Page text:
- “The transition to the digital model of manufacturing is only one part technical,” said Brousell. “The harder part is changing the organizational structure to be more collaborative and decentralized and making the leadership approach digital-first. We’re probably the only organization that has looked at it this way, in a systematic way, beyond technology alone.”
A critical focus: Every year, the MLC lays out a member-approved set of critical issues involved in the transition to Manufacturing 4.0 and offers resources and programming from thought leadership to plant tours to the Rethink Summit.
- This year’s critical issues include topics like factories of the future; transformative technologies, including AI and machine learning; augmented reality and virtual reality; Manufacturing 4.0 cultures; and cybersecurity.
A broad view: Digitization isn’t just an issue for individual manufacturers. Because manufacturing is so vital to economic and societal growth, it’s also important to the future of the United States and the world.
- “Manufacturing is one of the fundamental drivers of social and economic prosperity,” said Brousell. “Its growth will lead to a better life for people. No other industry can say that. And I believe that the countries whose companies are most successful in making the transition to the digital model are going to be the powers of this century. There’s a lot riding on this.”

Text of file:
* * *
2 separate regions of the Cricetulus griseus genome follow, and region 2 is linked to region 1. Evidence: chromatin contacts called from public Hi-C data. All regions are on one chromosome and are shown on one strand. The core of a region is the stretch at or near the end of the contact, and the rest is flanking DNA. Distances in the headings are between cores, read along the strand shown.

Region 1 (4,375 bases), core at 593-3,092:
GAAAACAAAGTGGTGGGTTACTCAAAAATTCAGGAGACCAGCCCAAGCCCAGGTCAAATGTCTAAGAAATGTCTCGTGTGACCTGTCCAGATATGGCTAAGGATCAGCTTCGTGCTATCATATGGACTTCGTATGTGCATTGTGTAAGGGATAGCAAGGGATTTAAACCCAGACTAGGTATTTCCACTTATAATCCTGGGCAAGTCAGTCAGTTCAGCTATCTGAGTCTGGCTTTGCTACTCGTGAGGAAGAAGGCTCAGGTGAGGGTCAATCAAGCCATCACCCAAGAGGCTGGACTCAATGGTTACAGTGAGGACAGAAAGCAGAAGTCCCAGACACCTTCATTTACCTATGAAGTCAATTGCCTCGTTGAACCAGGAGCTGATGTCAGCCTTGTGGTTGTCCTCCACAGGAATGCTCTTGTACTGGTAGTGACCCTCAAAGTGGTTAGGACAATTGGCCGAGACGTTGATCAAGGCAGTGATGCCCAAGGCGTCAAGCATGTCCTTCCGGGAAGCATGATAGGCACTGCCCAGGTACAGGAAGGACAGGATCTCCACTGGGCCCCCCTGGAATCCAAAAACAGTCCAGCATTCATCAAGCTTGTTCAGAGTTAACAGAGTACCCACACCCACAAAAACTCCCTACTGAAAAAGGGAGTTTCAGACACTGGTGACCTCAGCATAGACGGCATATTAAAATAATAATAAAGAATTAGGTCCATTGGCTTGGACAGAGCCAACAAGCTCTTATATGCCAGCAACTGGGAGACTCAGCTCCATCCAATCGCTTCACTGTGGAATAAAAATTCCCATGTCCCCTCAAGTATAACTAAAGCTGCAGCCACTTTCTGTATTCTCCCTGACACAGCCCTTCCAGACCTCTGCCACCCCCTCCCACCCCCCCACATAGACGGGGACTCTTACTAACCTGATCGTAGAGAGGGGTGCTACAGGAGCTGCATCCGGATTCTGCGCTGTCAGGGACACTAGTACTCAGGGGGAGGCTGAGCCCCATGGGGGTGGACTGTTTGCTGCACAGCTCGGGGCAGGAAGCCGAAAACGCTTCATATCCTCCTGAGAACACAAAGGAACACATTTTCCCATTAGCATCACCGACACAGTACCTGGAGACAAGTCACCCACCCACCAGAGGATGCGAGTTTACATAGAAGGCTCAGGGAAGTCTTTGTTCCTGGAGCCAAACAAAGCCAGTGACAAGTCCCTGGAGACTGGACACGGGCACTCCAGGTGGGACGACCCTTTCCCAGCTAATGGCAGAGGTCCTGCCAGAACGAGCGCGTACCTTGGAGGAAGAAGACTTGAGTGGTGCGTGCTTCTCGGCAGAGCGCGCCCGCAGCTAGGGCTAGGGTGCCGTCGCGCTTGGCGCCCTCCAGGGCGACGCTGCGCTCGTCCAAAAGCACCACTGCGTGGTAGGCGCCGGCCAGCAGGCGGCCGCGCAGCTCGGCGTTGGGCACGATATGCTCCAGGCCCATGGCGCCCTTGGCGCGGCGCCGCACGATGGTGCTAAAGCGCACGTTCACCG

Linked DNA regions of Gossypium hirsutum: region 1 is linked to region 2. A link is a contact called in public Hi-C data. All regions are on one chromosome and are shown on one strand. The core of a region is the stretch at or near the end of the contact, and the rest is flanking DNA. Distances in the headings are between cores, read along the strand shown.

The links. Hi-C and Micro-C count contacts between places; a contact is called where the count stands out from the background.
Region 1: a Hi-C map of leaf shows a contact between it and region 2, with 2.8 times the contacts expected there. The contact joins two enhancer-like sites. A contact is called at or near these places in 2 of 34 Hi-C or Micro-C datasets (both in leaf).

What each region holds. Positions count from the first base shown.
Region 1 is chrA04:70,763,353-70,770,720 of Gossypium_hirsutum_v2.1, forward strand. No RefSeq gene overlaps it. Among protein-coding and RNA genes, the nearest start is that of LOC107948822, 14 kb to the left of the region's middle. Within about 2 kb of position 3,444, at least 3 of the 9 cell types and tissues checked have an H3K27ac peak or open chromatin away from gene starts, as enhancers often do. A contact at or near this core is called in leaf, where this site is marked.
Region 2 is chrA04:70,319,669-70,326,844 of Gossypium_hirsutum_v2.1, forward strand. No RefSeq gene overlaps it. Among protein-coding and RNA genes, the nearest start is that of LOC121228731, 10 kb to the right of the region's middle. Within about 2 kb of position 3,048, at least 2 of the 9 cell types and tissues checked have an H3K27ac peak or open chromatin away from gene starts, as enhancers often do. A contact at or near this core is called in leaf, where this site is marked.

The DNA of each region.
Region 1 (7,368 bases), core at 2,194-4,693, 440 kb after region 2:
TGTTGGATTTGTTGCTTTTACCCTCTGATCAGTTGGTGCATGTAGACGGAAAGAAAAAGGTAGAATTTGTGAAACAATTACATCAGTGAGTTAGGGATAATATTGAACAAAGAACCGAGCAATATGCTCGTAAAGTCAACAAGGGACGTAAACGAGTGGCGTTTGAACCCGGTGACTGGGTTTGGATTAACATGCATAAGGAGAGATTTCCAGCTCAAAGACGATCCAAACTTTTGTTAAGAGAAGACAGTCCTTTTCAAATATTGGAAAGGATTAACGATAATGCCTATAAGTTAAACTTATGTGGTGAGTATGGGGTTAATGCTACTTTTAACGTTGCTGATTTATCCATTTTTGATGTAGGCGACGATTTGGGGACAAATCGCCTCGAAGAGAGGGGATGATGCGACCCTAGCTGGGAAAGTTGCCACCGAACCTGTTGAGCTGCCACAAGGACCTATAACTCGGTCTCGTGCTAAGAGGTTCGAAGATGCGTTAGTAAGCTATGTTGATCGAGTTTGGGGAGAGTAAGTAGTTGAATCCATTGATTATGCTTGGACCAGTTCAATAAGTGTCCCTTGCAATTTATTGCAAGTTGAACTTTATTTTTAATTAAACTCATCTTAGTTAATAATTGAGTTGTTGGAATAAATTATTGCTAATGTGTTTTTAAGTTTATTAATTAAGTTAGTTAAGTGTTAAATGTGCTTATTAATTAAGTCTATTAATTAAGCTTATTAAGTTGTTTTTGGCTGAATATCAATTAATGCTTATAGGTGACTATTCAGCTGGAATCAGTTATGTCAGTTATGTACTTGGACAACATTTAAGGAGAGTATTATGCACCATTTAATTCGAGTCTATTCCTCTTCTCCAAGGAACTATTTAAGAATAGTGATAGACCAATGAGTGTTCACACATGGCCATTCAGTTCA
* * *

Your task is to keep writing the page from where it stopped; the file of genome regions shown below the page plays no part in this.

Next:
Sign up: Come learn from leading manufacturers at the Rethink Summit, June 27–29, in Marco Island, Florida. It’s the premier event for senior operational executives and their teams as they continue to navigate disruption.
The formation of value-added digital networks in manufacturing is underway, leading to new ecosystem partnerships that will reshape the industry in the years ahead.
As digitization becomes ubiquitous in the manufacturing ecosystem, the biggest opportunities and most powerful transformation drivers may well emerge from outside the walls of the enterprise.
The manufacturing paradigm is evolving with highly interdependent industry coalitions and cross-pollination of business interests among industry corporate players, blurring once-clear boundaries. Inter-enterprise relationships are becoming increasingly integrated in the digital world. The result is a highly amalgamated manufacturing ecosystem that requires new rules, gives rise to new business drivers, and exerts new influences on manufacturers’ focus and actions.